So you can see through my experiences that having a peer worker engage in conversations around the NDIS application process can have positive outcomes.
Psychosocial disability: It’s about ‘function’
When I was working with a young person who lived with schizophrenia he assumed that he would just get the NDIS straight away because that’s what someone had told him. I sat down with him and went through daily tasks like work (he had a part time job working in hospitality which he loved) we spoke about Education (he was completing his Diploma at TAFE) so looking just at these two activities I wasn’t sure he was able to qualify..
But then I started to ask him about looking after his home and doing other tasks like cooking and shopping. At first he mentioned that he was OK with all this because he was a proud, strong young person. Unfortunately he wasn’t able to do these tasks independently. After asking a few more questions I found out that he didn’t have the skills to cook a meal at home and relied on microwave meals, he also paid someone to come do his lawns and clean his home and this was due to experiencing ill mental health at home and he would retreat to his room for long periods of time. So when I asked him if he would like support around this he was unsure.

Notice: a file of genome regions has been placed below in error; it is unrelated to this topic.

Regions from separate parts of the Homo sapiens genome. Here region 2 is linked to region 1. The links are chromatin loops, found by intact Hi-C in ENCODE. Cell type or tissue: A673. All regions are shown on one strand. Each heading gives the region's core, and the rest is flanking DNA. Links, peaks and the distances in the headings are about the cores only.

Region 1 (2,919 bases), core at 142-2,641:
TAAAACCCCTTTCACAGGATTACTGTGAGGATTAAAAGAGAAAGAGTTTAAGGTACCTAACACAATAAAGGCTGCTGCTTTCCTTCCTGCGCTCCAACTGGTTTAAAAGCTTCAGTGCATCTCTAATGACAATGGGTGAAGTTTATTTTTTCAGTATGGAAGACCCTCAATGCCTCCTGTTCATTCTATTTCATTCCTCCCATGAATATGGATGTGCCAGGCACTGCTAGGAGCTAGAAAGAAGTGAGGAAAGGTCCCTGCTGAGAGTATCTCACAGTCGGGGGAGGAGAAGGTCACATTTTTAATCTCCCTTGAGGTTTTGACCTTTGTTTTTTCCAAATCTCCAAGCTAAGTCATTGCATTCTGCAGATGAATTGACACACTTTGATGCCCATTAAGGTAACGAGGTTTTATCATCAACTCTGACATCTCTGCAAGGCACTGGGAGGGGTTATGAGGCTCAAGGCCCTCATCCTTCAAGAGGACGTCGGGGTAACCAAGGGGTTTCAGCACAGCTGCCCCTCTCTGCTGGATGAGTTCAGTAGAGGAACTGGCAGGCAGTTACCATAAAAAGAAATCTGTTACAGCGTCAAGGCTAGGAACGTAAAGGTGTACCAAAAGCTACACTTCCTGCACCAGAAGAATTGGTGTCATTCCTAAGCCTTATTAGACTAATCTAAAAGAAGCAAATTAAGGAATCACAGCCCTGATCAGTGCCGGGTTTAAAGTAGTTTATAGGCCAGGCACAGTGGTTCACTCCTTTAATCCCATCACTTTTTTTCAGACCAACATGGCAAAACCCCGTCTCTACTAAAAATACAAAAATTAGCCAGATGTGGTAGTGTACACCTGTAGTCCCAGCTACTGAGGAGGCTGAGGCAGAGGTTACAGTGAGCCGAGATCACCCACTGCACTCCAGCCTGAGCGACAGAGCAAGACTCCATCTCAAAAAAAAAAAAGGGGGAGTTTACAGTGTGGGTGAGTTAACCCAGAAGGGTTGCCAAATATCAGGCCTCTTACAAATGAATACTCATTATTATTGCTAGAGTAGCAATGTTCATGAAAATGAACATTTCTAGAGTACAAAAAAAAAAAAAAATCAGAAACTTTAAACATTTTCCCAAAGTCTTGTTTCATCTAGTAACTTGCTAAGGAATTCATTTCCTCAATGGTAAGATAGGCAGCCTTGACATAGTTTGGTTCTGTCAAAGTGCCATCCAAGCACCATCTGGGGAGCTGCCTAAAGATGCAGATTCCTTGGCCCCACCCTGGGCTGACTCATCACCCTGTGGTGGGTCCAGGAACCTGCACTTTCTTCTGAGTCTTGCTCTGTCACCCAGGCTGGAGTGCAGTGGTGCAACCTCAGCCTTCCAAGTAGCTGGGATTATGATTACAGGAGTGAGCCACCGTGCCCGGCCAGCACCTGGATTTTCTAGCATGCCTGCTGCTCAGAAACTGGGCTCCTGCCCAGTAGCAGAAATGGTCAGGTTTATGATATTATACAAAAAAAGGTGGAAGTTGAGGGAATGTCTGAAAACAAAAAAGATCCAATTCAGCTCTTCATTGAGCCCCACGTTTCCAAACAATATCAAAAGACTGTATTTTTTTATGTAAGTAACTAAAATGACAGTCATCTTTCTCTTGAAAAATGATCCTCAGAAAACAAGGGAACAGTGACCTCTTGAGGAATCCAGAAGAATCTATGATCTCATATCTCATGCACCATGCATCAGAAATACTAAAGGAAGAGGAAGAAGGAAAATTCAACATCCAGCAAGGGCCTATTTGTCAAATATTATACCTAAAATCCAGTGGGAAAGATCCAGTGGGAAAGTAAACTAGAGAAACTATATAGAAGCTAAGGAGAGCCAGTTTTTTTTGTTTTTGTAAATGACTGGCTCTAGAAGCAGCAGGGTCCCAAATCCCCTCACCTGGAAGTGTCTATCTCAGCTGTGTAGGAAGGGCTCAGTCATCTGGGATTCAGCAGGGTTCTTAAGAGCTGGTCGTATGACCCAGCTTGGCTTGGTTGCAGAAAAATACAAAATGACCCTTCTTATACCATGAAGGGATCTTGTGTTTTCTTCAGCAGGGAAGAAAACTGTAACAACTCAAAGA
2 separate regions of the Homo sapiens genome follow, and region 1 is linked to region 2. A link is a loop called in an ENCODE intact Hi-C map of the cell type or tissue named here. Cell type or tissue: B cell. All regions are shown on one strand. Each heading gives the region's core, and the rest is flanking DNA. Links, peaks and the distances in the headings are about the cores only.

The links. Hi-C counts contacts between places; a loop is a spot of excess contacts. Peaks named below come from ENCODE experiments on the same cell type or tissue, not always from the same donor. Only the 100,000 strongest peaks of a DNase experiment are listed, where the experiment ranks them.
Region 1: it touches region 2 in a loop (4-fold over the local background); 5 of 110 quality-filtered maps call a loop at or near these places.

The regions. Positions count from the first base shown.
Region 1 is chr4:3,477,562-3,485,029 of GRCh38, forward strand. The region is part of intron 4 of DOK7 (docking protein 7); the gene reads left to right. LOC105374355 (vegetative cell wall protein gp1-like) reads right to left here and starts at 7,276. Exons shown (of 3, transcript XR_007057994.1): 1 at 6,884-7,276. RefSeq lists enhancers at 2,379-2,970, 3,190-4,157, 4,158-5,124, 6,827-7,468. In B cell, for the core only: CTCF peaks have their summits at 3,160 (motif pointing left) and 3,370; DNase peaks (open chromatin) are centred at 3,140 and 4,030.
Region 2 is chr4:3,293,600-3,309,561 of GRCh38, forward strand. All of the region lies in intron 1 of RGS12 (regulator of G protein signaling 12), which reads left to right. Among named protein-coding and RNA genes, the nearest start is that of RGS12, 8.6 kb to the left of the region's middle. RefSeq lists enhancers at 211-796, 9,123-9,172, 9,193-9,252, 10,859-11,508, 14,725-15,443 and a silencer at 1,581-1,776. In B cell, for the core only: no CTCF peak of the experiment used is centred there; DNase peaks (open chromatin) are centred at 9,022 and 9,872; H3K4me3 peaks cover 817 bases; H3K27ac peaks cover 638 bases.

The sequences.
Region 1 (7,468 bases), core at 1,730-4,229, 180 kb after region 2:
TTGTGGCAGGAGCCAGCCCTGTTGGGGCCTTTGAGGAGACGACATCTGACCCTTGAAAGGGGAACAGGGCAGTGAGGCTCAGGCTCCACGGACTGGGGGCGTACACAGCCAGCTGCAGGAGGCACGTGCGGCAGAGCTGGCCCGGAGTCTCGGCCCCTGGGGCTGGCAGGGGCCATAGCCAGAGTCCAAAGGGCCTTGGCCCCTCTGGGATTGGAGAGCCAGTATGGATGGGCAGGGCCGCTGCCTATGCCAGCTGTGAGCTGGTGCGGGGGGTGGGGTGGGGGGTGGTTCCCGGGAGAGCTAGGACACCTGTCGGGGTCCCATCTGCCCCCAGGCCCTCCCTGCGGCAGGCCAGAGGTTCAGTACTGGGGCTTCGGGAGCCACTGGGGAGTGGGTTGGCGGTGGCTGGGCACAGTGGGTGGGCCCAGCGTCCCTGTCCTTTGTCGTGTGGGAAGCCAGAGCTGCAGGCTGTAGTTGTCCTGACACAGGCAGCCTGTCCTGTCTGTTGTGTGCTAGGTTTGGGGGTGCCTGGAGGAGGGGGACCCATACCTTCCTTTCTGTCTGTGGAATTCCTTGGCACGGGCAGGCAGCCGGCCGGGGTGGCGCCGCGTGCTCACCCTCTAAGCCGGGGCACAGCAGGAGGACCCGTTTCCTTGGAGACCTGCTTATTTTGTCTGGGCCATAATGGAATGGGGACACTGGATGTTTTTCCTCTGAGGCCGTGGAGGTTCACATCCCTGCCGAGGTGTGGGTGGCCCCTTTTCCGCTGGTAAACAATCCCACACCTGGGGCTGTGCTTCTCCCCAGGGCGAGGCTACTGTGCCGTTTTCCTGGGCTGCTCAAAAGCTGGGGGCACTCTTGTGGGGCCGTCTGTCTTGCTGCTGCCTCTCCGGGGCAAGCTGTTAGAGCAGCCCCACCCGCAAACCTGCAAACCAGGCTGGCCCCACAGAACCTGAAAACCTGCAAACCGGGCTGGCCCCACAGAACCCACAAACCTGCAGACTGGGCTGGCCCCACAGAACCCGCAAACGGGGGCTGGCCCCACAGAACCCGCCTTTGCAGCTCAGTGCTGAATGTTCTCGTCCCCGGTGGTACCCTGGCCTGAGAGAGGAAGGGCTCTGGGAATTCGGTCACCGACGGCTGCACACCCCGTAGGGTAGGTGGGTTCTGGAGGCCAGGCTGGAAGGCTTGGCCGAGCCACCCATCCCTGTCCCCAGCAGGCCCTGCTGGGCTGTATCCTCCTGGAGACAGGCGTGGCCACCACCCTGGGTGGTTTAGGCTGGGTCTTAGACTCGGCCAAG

Change was a big thing for him and this would have to be a slow transition. So he returned in a few days and we wrote out a support letter for him together to take with him to the clinicians that supported him to show them where he recognised he would need support so they could complete the access request forms to the best of their ability. He currently is using his NDIS plan and part of that is with Flourish Australia and every time he is in the office he always comes up and thanks for me all the support I gave him throughout the process and always thanked me for understanding.